“Psychedelic psychotherapy is an attempt to go after the root causes of the problems, with just relatively few administrations, as contrasted to most of the psychiatric drugs used today that are mostly just reducing symptoms and are meant to be taken on a daily basis. Psychedelics are now also being used as tools for neuroscience to study brain function and to study the enduring mystery of human consciousness. And psychedelics and the mystical experiences they produce are being explored for their connections between meditation and mindfulness.”
This article is for informational purposes only and is not intended to be a substitute for professional medical advice. Always talk to your doctor about the risks and benefits of any treatment. If you are in a life-threatening situation, call the National Suicide Prevention Line at +1 (800) 273-8255, call 911, or go to the nearest emergency room.
Ketamine is not FDA-approved for the treatment of depression or anxiety. Learn more about off-label uses here.
Side effects of ketamine treatment may include: altered sense of time, anxiety, blurred vision, diminished ability to see/hear/feel, dry mouth, elevated blood pressure or heart rate, elevated intraocular or intracranial pressure, excitability, loss of appetite, mental confusion, nausea/vomiting, nystagmus (rapid eye movements), restlessness, slurred speech, synesthesia (a mingling of the senses).
Do not proceed with ketamine treatment if any of the following apply to you:
- Allergic to ketamine
- Symptoms of psychosis or mania
- Uncontrolled high blood pressure
- CHF or other serious heart problem
- Severe breathing problem
- History of elevated intraocular or intracranial pressure
- History of hyperthyroidism
- Other serious medical illness
- Pregnant, nursing, or trying to become pregnant
Ketamine has been reported to produce issues including, but not limited to, those listed below. However, lasting adverse side-effects are rare when medical protocols are carefully followed.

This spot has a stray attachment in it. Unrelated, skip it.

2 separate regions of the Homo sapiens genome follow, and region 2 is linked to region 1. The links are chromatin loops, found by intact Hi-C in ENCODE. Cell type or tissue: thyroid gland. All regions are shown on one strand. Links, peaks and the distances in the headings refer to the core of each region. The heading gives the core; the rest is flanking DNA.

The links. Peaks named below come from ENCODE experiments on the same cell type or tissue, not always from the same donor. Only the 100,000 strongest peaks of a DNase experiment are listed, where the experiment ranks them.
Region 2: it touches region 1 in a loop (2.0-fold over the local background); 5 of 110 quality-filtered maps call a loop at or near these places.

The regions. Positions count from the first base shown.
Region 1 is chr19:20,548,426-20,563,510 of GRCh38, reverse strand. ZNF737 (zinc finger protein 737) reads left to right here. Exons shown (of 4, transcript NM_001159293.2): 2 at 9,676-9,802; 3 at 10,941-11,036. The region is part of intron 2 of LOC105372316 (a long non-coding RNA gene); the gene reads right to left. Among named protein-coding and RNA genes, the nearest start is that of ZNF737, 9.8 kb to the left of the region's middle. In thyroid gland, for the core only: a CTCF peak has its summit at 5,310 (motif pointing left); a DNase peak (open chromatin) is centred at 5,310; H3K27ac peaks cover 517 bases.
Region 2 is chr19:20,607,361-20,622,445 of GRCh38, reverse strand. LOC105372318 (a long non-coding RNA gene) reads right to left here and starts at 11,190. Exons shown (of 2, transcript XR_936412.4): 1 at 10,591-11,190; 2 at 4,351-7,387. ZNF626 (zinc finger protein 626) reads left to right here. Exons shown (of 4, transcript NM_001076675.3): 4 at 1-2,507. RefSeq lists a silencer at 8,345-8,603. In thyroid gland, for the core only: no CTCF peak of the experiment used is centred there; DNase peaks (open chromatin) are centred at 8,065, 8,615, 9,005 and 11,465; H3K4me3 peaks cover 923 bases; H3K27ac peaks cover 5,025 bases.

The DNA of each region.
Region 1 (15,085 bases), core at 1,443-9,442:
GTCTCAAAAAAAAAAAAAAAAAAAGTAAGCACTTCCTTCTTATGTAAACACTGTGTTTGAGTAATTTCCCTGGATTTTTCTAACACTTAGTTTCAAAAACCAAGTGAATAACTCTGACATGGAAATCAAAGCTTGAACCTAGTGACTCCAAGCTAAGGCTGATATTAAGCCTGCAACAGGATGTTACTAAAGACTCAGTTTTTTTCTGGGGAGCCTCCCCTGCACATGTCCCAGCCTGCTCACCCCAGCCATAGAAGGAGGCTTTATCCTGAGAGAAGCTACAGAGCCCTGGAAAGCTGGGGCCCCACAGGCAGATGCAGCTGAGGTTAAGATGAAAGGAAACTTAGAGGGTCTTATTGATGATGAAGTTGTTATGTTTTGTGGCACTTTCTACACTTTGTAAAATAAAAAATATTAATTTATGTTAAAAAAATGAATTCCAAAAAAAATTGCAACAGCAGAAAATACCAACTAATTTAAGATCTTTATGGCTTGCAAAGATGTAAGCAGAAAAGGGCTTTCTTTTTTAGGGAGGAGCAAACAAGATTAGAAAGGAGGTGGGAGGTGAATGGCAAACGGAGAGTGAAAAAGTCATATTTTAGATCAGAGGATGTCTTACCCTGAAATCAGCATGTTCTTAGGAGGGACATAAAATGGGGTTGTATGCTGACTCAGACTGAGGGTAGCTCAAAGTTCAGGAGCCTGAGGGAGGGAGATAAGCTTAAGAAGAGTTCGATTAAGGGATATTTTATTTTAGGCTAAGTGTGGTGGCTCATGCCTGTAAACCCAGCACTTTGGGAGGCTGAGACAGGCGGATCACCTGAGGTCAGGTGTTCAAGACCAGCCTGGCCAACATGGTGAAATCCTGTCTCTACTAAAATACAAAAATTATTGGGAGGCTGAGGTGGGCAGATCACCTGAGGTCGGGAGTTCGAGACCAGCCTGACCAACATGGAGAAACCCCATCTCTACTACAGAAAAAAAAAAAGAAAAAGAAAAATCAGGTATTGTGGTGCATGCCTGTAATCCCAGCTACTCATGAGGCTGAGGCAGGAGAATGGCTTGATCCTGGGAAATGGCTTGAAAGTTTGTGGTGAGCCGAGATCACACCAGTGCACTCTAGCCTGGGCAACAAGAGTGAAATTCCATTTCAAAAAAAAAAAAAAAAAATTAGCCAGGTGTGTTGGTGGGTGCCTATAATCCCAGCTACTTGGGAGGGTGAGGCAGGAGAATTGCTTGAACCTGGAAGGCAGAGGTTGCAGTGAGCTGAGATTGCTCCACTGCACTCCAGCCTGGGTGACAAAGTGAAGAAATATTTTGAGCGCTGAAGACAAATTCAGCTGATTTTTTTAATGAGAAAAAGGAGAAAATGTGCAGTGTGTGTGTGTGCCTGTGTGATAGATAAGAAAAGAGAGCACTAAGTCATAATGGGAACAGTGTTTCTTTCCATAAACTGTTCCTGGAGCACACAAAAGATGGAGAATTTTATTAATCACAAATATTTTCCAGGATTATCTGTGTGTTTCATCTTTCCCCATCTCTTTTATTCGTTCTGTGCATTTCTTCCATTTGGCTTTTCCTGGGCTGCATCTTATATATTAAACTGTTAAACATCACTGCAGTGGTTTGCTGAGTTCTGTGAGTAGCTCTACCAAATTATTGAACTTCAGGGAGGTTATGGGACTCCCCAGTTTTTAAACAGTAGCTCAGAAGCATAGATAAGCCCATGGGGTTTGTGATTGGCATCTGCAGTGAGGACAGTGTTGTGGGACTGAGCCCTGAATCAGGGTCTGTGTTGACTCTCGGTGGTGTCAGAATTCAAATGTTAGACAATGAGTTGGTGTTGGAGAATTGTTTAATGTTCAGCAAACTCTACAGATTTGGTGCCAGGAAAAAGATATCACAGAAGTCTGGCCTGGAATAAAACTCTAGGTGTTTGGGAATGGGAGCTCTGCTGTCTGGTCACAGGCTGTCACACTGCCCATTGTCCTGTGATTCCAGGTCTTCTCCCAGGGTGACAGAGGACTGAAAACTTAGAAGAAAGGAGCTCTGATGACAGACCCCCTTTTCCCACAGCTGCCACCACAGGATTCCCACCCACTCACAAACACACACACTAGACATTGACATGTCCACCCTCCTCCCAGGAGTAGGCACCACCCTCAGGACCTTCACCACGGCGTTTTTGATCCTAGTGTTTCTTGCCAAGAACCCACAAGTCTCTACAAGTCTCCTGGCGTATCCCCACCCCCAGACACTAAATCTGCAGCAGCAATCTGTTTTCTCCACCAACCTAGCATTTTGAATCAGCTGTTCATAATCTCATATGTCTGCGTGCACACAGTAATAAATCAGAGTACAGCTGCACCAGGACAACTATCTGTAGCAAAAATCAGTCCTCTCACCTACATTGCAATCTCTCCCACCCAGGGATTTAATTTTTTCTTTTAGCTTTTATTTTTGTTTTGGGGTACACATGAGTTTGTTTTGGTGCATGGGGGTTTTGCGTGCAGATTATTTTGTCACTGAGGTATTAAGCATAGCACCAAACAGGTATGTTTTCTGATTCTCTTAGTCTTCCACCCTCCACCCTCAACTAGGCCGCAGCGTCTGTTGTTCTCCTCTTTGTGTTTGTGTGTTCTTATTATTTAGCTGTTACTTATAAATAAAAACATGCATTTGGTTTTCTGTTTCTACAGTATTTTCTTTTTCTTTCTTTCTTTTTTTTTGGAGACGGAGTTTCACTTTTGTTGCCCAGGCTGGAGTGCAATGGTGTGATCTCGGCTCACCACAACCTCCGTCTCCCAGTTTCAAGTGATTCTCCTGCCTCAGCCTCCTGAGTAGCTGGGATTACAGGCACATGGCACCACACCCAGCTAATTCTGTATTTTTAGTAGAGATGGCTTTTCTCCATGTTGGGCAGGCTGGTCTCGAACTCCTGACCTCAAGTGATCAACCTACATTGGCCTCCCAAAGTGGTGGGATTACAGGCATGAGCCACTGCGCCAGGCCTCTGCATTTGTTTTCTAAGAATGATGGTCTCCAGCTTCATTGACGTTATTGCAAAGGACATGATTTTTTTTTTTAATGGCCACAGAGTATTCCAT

While ketamine has not been shown to be physically addictive, it has been shown to cause moderate psychological dependency in some recreational users.
- In rare cases, frequent, heavy users have reported increased frequency of urination, urinary incontinence, pain urinating, passing blood in the urine, or reduced bladder size
- Ketamine may worsen problems in people with schizophrenia, severe personality disorders, or other serious mental disorders.
- Users with a personal or family history of psychosis should be cautious using any psychoactive substance, including ketamine, and discuss potential risks with your MindBloom® clinician before proceeding with treatment.
- The dissociative effects of ketamine may increase patient vulnerability and the risk of accidents.
To promote positive outcomes and ensure safety, follow these ketamine treatment guidelines:
- Do not operate a vehicle (e.g., car, motorcycle, bicycle) or heavy machinery following treatment until you’ve had a full night of sleep
- Refrain from taking benzodiazepines or stimulants for 24 hours prior to treatment
- Continue to take antihypertensive medication as prescribed
- Avoid hangovers or alcohol intake
- Refrain from consuming solid foods within 3 hours prior to treatment and liquids within 1 hour prior to treatment
- Ketamine treatment should never be conducted without a monitor present to ensure your safety